Furthermore, there is no definitive evidence that using EBM clinical guidelines as quality measures improves outcomes. Most quality measures focus on structures or processes, rather than directly on outcomes [8]. Outcomes are what really matter, but they can be heavily influenced by factors outside the health care system (e.g., poverty, education level, lifestyle choices). Processes, such as screening for cancer, giving aspirin after a heart attack, or giving adjuvant chemotherapy to stage III colon cancer patients, are easily measured and directly ascertain what is being done to the patient in the health care setting. Processes are then “linked” to outcomes based on RCTs showing, for example, that aspirin improves mortality when given after an MI [9], or that adjuvant chemotherapy improves survival following resection of a stage III colon cancer [10]. Still, these linkages between process and outcome may not be generalizable, particularly to complex clinical situations. Little data exist showing that process measures definitively improve outcomes in many cases, and they may prove quite harmful for many older patients.

Furthermore, using aggregate evidence may lead to denial of reimbursement for the treatments deemed most useful for a particular patient. The debates that have raged the last few years over the use of mammography (especially in women ages 40-50) and prostate-specific antigen (PSA) screening for men illustrate this point; using these guidelines as a basis for insurance reimbursement, under the rubric of “quality care,” often ignores individual risk-benefit ratios.


The substitution of overly simplistic guidelines for nuanced clinical judgment attuned to individual patient complexity can be dangerous. Unless we focus more on clinical judgment, care cannot be said to be “individualized” or “patient-centered.” It is often said that we are shifting toward a “patient-centered” model of health care, one that involves patients in medical decision making and treats the “whole patient” [11]. The reality for many physicians can be very different: hemmed in by decreasing payments, increasing demands for reporting and documentation, and growing interference by insurers, doctors can scarcely afford to educate patients during their increasingly abbreviated clinic visits, elicit their opinions and insight, or have conversations about their goals.

The patients who account for the largest share of our health care dollars—older adults with multiple chronic diseases—are also those for whom EBM guidelines least often apply. In fact, applying EBM guidelines to such individuals can be an onerous or impossible challenge [12]. Our older patients with chronic conditions are the most vulnerable in a health care model driven solely by EBM-based quality measures, and perhaps have the most to gain from a truly patient-centered model of health care. Algorithmic guidelines sufficiently flexible to account for the wide heterogeneity of older adults are unlikely to be created. Bluntly applied guidelines may cause as much harm as good. Instead, we need to find better ways to support thoughtful, well-trained clinicians in applying evidence in a shared decision with patients. Reimbursing physicians for spending more time with and thinking harder about these patients, rather than checking off “quality” boxes, is one genuine way to improve quality in health care. This approach is more likely to produce more ethically sound, as well as more individualized, outcomes for older adults.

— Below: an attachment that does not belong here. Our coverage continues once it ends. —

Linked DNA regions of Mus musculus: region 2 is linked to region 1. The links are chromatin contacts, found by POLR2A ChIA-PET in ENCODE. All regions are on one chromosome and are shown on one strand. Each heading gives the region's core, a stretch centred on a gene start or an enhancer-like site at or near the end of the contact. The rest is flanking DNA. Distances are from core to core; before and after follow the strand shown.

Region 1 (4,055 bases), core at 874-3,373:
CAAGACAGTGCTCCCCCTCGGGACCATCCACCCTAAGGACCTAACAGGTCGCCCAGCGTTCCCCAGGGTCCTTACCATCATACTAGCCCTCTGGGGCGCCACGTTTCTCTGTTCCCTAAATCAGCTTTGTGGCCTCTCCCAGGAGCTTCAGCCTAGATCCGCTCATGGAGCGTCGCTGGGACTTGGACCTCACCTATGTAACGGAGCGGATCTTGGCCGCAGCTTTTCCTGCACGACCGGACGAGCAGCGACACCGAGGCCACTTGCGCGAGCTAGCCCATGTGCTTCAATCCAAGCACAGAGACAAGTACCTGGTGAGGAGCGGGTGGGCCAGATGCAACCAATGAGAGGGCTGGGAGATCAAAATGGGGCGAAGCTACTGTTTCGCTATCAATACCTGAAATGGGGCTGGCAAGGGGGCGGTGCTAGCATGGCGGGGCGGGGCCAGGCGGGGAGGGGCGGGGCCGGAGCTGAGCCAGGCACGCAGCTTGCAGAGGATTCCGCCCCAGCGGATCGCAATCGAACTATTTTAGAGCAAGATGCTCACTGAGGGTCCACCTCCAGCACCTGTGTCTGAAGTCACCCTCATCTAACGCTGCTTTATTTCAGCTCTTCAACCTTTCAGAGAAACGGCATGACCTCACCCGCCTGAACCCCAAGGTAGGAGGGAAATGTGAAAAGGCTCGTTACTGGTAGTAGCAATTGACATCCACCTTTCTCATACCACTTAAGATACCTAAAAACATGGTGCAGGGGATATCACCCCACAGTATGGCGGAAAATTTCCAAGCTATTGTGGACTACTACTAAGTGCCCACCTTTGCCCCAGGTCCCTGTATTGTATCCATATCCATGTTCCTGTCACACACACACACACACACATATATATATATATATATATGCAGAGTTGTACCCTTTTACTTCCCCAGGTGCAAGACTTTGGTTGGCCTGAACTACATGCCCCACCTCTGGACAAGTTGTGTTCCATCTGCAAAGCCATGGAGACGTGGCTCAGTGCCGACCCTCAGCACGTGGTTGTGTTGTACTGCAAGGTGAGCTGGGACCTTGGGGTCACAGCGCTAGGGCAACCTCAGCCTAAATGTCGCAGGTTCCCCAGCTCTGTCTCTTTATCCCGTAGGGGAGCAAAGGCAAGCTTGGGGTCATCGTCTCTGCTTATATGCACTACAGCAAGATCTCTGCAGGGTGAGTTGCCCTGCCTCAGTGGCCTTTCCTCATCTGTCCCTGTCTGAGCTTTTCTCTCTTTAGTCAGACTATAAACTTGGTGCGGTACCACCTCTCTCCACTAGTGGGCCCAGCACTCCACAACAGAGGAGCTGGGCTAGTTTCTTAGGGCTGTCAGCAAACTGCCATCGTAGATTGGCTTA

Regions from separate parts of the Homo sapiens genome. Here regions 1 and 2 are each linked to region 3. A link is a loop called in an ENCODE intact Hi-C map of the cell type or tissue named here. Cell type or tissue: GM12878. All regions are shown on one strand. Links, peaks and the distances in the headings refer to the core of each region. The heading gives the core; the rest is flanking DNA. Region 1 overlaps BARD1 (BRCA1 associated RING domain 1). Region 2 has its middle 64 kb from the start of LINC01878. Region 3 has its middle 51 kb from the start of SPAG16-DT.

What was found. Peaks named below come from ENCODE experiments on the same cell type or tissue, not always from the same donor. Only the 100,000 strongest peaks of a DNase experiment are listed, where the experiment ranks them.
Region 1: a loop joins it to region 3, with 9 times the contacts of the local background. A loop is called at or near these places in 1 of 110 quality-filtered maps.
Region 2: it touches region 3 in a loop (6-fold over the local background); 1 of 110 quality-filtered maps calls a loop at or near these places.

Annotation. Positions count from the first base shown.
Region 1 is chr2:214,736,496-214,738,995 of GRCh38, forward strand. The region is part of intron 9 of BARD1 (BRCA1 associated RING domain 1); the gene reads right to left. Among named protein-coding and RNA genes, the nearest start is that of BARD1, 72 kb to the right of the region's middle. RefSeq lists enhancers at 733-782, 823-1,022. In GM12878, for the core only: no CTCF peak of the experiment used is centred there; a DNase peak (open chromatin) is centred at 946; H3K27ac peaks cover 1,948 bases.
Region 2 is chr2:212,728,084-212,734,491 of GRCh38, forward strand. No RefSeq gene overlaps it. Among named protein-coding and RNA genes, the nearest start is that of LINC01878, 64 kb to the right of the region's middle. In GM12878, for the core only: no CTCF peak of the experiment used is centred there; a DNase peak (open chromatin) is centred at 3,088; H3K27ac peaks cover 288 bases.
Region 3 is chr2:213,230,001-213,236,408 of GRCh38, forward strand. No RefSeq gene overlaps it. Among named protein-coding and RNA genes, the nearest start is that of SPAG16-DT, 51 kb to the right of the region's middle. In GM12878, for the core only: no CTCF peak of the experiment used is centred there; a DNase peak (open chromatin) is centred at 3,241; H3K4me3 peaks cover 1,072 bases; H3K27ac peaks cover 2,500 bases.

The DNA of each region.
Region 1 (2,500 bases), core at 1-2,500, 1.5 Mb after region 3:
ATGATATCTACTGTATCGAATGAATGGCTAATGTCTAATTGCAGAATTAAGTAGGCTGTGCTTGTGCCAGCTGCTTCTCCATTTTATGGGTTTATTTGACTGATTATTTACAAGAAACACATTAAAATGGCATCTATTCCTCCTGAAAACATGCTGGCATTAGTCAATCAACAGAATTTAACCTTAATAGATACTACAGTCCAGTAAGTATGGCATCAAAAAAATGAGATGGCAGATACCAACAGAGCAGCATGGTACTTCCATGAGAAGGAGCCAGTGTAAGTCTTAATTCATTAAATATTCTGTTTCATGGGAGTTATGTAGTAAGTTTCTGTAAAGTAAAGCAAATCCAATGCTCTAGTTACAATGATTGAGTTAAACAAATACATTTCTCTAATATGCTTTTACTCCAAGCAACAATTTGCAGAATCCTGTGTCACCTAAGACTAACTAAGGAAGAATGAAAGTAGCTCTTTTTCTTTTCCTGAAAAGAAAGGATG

1. Nolte E, McKee CM. Measuring the health of nations: updating an earlier analysis. Health Aff (Millwood). 2008;27(1):58-71.
  2. Cohen S, Yu W. Statistical Brief #354: The concentration and persistence in the level of health expenditures over time: estimates for the U.S. population, 2008-2009. Agency for Healthcare Research and Quality. http://meps.ahrq.gov/mepsweb/data_files/publications/st354/stat354.shtml. Accessed December 13, 2012.

  3. Guyatt G, Cairns J, Churchill D, et al. Evidence-based medicine. A new approach to teaching the practice of medicine. JAMA. 1992;268(17):2420-2425.
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  7. Murthy VH, Krumholz HM, Gross CP. Participation in cancer clinical trials: race-, sex-, and age-based disparities. JAMA. 2004;291(22):2720-2726.
  8. Donabedian A. Evaluating the quality of medical care. Milbank Mem Fund Q. 1966;44(3 Suppl):166-206.
  9. Antithrombotic Trialists’ Collaboration. Collaborative meta-analysis of randomised trials of antiplatelet therapy for prevention of death, myocardial infarction, and stroke in high risk patients. BMJ. 2002;324(7329):71-86.

  10. Andre T, Boni C, Mounedji-Boudiaf L, et al. Oxaliplatin, fluorouracil, and leucovorin as adjuvant treatment for colon cancer. N Engl J Med. 2004;350(23):2343-2351.
  11. Agency for Healthcare Research and Quality. Expanding patient-centered care to empower patients and assist providers. Research in Action. 2002;(5):1-11. http://www.ahrq.gov/qual/ptcareria.pdf. Accessed December 13, 2012.

  12. Boyd CM, Darer J, Boult C, Fried LP, Boult L, Wu AW. Clinical practice guidelines and quality of care for older patients with multiple comorbid diseases: implications for pay for performance. JAMA. 2005;294:716-724.


Virtual Mentor. 2013;15(1):51-55.



The viewpoints expressed in this article are those of the author(s) and do not necessarily reflect the views and policies of the AMA.